More than two-thirds of severely ill COVID-19 patients saw their condition improve after treatment with remdesivir, an experimental drug being developed by Gilead Sciences, according to new data based on patient observation.
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The analysis, published on Friday by the New England Journal of Medicine (NEJM), does not detail what other treatments the 61 hospitalized patients were given and data on eight of them were not included – in one case because of a dosing error.
The paper's author called the findings "hopeful," but cautioned that it is difficult to interpret the results since they do not include comparison to a control group, as would be the case in a randomized clinical trial. In addition, the patient numbers were small, the details being disclosed are limited, and the follow-up time was relatively short.
There are currently no approved treatments or preventive vaccines for COVID-19, the respiratory illness caused by the novel coronavirus that has killed more than 100,000 people worldwide.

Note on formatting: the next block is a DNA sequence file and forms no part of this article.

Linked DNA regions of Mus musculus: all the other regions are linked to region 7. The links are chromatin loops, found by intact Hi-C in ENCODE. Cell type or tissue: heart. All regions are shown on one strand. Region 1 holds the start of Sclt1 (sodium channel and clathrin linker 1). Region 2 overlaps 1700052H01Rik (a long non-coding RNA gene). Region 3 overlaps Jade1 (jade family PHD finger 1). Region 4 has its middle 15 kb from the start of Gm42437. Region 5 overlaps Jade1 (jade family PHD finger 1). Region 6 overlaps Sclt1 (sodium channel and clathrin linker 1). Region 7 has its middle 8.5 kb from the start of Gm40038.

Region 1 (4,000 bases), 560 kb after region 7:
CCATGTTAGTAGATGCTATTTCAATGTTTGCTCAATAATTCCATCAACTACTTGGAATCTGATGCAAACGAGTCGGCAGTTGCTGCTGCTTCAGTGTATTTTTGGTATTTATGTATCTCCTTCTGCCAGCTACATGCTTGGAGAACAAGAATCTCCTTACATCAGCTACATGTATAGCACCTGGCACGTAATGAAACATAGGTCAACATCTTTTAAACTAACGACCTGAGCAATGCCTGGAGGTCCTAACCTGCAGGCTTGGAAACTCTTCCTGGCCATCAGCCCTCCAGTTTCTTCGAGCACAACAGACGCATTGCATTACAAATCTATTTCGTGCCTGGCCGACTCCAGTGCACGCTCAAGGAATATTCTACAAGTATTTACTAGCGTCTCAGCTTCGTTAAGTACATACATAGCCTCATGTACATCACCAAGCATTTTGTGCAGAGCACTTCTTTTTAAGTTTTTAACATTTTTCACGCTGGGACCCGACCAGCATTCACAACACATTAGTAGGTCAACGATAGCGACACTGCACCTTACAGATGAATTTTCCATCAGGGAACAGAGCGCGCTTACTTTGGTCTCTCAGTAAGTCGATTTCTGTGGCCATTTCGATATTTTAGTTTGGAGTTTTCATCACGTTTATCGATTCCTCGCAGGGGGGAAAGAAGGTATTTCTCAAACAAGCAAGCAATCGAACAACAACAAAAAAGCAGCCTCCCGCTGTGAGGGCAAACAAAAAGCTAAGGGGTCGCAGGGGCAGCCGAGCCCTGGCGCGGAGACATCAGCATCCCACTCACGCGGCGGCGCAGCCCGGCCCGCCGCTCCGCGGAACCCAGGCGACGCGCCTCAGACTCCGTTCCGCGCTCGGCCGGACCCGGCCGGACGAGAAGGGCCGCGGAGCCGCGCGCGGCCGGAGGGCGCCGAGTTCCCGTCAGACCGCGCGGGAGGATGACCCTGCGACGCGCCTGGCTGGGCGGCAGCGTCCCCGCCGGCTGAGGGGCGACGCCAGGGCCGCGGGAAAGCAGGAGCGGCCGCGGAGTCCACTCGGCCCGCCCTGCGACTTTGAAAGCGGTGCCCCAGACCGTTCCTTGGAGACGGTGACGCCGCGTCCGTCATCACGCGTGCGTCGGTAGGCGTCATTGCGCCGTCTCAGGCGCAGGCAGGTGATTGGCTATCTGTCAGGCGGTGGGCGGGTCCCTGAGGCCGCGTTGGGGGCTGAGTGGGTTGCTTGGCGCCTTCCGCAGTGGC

Gilead last month sharply limited its compassionate use program for remdesivir and is conducting its own clinical trials of the antiviral drug, with results expected in coming weeks. Researchers in China as well as the U.S. National Institutes of Health are also testing the drug in COVID-19 patients.
The new analysis includes patients in the United States, Europe, Canada and Japan who received a 10-day course of intravenous remdesivir.
Before the treatment, 30 patients were on mechanical ventilators, and four were on a machine that pumps blood from the patient's body through an artificial oxygenator. After a median follow-up of 18 days, 36 patients, or 68 percent, had an improvement in oxygen-support class, including more than half of the 30 patients receiving mechanical ventilation who had their breathing tubes removed. A total of 25 patients, or 47 percent, were discharged from the hospital. Seven patients, 13 percent of the total, died.
Twelve patients, 23 percent, had serious side effects including multiple-organ-dysfunction syndrome, septic shock and acute kidney injury.
"We look forward to the results of controlled clinical trials to potentially validate these findings," wrote Dr. Jonathan Grein, the paper's lead author and director of hospital epidemiology at Cedars-Sinai Medical Center, Los Angeles.